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Myths about Quebec’s anglos debunked

July 3rd,2024 | Opinion

Hey anglo Quebecers, ever get the feeling that our minority community is unfairly painted as an enemy of the French language in this province? That despite our best efforts to learn and use the language and embrace francophone culture, those efforts go unseen – or negated entirely?

You are not alone. Misperceptions are so prevalent that the Office of the Commissioner of Official Languages was prompted to conduct a study and recently released a report called: “Building Bridges: Perceptions and realities about the English-speaking communities of Quebec and their relationship with French in Quebec and bilingualism in Canada”. Its authors recognize that “in recent years the English-speaking communities of Quebec (ESCQ) have been the focus of much public discourse and debate” (read: treated as scapegoats) and “the research results confirm the hypothesis that certain myths and misperceptions about the ESCQ persist among the general population in Quebec.”

We thought publishing some of the study’s myth-busting facts would be encouraging. (Note: The report cites the 2021 census for most stats below.)

Myth: Anglos can’t speak French. Fact: Most English-mother tongue Quebecers can speak French (71 per cent are bilingual), and a majority use it at work, have it as a language of instruction at school, speak it at home or have it as another mother tongue.

Myth: Anglos don’t use French at work. Fact: Most workers (65 per cent) in Quebec who have English as a mother tongue regularly use French at work.

Myth: Parents aren’t pushing their kids to learn enough French. Fact: “Most school-aged children in Quebec who have English as a mother tongue have French as a language of instruction at school, meaning a language that is used to teach a variety of subjects, such as science, history, geography…”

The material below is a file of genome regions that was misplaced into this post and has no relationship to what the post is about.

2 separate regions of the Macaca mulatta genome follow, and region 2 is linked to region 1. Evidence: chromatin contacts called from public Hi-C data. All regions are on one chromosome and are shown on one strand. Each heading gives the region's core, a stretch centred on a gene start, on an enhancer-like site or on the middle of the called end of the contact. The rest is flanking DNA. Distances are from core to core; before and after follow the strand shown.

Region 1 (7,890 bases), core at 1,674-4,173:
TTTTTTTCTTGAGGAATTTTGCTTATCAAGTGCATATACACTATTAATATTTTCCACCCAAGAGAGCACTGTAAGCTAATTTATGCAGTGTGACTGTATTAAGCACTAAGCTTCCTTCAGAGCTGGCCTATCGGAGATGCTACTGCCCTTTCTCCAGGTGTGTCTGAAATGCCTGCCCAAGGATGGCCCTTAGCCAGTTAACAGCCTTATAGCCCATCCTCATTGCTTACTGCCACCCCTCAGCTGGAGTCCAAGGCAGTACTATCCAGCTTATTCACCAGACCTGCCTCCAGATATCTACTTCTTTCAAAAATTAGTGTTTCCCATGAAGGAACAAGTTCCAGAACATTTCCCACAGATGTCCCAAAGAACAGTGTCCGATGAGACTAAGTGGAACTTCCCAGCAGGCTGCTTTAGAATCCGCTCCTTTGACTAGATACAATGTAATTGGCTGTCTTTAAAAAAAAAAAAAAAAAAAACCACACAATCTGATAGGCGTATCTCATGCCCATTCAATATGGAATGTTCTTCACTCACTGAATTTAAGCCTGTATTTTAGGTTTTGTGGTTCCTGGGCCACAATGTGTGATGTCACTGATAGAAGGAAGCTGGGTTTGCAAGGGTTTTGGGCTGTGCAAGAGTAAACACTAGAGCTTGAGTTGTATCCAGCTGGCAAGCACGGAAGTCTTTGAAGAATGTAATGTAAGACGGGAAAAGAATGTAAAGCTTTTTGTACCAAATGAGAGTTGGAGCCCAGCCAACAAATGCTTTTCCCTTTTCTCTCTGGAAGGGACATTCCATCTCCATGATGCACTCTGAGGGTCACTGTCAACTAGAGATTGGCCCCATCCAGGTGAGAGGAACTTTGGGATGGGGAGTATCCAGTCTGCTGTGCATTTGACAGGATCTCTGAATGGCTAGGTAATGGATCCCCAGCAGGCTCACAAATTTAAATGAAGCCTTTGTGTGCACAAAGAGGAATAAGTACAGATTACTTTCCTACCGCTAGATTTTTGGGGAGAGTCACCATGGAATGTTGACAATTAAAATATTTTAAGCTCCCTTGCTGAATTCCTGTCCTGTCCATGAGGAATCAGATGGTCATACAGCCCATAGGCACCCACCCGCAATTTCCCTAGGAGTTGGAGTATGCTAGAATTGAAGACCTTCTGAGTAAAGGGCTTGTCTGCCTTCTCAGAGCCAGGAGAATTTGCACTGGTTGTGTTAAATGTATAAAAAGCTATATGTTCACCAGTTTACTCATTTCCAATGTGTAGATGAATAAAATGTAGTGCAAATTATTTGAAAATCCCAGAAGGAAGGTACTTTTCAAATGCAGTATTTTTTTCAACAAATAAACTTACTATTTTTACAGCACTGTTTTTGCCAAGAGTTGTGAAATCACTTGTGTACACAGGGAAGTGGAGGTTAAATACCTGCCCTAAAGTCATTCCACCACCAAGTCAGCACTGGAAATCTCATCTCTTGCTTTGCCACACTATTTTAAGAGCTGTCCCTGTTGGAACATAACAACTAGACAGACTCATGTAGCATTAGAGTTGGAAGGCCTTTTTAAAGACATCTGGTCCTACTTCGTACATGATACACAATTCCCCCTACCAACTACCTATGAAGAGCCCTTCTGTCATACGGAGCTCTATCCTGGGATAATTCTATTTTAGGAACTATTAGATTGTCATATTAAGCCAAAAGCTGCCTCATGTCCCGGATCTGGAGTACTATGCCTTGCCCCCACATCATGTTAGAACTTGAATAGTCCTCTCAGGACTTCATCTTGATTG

Myth: Bilingual families speak English at home: Fact: 87 per cent of people who have both English and French as their mother tongues regularly speak French at home.

Myth: In mixed households, the kids speak English. Fact: Households in Quebec where one adult has English as their mother tongue and the other has French as their mother tongue, most children (69 per cent) have French as a mother tongue.

Myth: Anglos aren’t interested in French culture. Fact: Most anglophone respondents from Quebec (55 per cent) were interested in French-language cultural products, such as books, music, film or television, and most (58 per cent) had attended artistic and cultural events in French over the past year, such as shows, festivals and exhibitions.

The report surveyed both language groups (anglos also hold misperceptions about francophones) and points out that despite these myths and despite the divisive talking points and punitive measures (Bill 96) employed by politicians, “English-speaking and French-speaking Quebecers appear to get along on an individual basis far more than the discourse suggests.” And that going forward, one remedy is to ignore the antagonistic rhetoric of politicians and instead just spend more time together: “By far the strongest support among all groups, however, was for encouraging more positive social interactions between anglophones and francophones through activities like youth exchange programs, social clubs, music, sports or other special interests.”

We can’t agree more.

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At the Low Down, we are passionate about delivering quality local news to Gatineau Hills residents. But passion alone cannot pay the bills.

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